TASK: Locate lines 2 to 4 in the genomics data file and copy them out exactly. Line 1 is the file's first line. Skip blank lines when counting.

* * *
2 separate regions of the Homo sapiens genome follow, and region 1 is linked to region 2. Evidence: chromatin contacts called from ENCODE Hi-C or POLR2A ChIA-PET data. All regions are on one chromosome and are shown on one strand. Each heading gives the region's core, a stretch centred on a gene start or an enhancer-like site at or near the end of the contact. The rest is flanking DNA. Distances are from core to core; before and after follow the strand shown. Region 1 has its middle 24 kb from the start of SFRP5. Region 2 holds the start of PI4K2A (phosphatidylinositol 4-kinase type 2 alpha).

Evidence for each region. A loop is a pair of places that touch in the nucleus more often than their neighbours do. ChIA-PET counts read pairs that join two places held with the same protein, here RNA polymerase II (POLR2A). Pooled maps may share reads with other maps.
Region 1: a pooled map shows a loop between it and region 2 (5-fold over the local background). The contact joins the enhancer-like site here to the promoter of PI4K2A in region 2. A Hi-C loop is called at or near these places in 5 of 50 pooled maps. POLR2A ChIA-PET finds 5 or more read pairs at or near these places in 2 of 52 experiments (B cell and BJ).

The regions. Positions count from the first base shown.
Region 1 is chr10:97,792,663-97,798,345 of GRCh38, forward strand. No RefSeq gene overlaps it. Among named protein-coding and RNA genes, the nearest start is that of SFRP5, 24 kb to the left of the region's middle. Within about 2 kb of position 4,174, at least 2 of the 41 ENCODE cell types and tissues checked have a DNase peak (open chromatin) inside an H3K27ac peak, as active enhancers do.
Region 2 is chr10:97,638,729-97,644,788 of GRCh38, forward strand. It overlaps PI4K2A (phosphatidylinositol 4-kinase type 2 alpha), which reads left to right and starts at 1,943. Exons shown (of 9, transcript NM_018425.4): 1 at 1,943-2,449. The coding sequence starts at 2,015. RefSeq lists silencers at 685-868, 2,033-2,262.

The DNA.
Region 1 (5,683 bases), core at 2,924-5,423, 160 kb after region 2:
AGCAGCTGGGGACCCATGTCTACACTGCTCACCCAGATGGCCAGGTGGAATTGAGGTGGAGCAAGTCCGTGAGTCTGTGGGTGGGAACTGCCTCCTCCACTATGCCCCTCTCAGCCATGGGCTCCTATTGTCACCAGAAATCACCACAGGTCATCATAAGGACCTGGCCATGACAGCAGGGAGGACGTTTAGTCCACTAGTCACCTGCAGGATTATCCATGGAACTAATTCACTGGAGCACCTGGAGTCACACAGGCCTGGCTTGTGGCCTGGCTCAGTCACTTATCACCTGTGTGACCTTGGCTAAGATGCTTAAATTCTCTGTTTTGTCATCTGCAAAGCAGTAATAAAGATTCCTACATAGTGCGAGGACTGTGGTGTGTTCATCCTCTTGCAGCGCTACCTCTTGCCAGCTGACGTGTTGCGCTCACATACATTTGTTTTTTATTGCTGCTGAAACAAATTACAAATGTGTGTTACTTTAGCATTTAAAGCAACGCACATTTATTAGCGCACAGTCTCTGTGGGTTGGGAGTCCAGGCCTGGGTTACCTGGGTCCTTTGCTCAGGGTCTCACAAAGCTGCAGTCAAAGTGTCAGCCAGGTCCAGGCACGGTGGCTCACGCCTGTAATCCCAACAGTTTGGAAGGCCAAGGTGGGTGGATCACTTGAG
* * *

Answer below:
Evidence for each region. A loop is a pair of places that touch in the nucleus more often than their neighbours do. ChIA-PET counts read pairs that join two places held with the same protein, here RNA polymerase II (POLR2A). Pooled maps may share reads with other maps.
Region 1: a pooled map shows a loop between it and region 2 (5-fold over the local background). The contact joins the enhancer-like site here to the promoter of PI4K2A in region 2. A Hi-C loop is called at or near these places in 5 of 50 pooled maps. POLR2A ChIA-PET finds 5 or more read pairs at or near these places in 2 of 52 experiments (B cell and BJ).

The regions. Positions count from the first base shown.